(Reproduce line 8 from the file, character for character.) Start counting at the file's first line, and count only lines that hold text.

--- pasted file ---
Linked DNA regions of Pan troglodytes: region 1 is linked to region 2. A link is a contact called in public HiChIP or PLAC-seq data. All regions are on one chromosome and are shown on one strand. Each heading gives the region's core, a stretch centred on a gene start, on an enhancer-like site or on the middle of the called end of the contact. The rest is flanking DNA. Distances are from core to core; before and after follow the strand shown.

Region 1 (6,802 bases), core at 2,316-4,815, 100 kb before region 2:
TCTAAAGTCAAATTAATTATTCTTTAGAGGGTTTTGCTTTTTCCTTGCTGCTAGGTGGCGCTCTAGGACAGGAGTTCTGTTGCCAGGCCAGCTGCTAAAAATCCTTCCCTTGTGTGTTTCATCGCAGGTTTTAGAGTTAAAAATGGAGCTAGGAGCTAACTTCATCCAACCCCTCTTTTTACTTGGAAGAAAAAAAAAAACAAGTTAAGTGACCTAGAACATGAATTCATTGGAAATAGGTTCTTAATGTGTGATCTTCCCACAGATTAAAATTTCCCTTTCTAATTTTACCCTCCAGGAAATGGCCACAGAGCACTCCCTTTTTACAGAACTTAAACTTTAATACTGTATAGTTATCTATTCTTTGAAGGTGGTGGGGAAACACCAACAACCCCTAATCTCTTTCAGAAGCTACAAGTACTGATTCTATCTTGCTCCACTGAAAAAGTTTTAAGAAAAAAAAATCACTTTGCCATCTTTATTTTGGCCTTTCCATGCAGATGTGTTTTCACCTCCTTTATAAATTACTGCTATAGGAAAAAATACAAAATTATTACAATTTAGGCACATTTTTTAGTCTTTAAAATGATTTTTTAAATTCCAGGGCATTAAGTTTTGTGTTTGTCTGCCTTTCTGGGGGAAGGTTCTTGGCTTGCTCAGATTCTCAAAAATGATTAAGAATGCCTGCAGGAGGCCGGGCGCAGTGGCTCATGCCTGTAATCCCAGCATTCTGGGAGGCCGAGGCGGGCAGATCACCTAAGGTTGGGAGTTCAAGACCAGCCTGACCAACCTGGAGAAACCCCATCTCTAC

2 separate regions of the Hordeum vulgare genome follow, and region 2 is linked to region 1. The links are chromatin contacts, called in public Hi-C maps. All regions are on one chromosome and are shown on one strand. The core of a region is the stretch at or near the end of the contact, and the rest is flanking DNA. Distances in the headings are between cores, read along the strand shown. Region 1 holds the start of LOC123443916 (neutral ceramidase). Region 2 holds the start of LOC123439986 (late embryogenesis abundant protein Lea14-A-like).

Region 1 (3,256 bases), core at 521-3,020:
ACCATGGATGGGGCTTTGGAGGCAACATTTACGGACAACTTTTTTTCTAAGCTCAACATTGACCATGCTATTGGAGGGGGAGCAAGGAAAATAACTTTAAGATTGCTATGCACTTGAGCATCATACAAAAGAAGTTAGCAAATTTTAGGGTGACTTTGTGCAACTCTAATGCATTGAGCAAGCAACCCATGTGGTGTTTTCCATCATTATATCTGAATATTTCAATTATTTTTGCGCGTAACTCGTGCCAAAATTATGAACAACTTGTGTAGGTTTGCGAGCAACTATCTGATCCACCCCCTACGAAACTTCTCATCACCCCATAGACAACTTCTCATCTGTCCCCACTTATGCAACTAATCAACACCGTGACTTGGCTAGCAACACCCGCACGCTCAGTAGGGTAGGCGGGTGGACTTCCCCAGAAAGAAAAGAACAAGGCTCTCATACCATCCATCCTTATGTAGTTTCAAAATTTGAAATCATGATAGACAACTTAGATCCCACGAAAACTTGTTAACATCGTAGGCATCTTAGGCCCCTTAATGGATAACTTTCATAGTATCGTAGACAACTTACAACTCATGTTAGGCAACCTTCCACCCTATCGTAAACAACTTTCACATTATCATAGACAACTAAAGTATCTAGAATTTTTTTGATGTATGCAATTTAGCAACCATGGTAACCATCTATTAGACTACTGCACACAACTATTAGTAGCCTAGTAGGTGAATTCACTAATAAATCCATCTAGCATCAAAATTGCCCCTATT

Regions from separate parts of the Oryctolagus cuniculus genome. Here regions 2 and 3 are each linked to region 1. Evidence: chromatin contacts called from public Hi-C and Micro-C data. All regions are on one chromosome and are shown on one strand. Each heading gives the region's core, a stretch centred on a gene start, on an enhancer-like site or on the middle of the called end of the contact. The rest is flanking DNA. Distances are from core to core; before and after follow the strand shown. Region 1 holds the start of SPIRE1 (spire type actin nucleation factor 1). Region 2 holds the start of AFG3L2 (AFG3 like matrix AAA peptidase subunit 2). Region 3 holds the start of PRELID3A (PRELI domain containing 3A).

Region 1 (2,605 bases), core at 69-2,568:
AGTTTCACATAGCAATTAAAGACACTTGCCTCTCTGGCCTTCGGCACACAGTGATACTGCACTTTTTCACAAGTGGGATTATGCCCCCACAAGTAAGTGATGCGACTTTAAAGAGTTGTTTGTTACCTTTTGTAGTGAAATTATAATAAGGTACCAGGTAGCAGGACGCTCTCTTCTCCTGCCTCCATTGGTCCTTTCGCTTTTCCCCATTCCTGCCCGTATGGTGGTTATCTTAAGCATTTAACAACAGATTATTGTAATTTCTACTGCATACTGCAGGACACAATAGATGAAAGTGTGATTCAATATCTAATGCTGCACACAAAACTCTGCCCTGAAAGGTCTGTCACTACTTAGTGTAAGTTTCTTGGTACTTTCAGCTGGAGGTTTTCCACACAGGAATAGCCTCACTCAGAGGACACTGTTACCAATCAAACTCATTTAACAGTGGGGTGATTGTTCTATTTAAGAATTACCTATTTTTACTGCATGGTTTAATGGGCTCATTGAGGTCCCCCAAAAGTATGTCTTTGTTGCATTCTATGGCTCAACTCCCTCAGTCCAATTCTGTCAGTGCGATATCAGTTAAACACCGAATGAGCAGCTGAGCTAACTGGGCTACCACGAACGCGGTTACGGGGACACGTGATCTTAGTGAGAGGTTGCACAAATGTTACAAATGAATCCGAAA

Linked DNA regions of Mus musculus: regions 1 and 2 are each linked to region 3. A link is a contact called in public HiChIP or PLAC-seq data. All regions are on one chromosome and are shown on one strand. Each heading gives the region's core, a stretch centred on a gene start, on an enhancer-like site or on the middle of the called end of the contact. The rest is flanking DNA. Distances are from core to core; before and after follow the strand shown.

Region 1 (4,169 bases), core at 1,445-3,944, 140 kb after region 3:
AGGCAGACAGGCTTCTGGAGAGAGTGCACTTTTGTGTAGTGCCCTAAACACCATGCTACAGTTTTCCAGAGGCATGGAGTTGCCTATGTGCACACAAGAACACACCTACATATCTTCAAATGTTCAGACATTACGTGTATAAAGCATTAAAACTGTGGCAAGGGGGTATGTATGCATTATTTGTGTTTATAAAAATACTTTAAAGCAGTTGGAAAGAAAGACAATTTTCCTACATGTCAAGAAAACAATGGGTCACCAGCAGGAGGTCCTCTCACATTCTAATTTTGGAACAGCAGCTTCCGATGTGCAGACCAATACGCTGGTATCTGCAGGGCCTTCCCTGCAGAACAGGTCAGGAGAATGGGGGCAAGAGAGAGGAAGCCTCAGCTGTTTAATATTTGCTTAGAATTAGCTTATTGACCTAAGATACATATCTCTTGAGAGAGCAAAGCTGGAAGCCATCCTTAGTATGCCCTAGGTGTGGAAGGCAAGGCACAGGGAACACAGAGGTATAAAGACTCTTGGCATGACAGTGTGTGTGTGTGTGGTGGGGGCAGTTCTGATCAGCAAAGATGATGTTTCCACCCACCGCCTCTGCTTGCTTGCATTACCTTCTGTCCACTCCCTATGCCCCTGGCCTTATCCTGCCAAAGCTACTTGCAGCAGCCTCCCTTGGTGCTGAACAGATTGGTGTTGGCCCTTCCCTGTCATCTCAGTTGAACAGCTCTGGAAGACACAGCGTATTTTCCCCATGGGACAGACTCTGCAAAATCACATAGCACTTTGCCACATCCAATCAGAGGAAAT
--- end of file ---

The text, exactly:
Region 1 (2,605 bases), core at 69-2,568: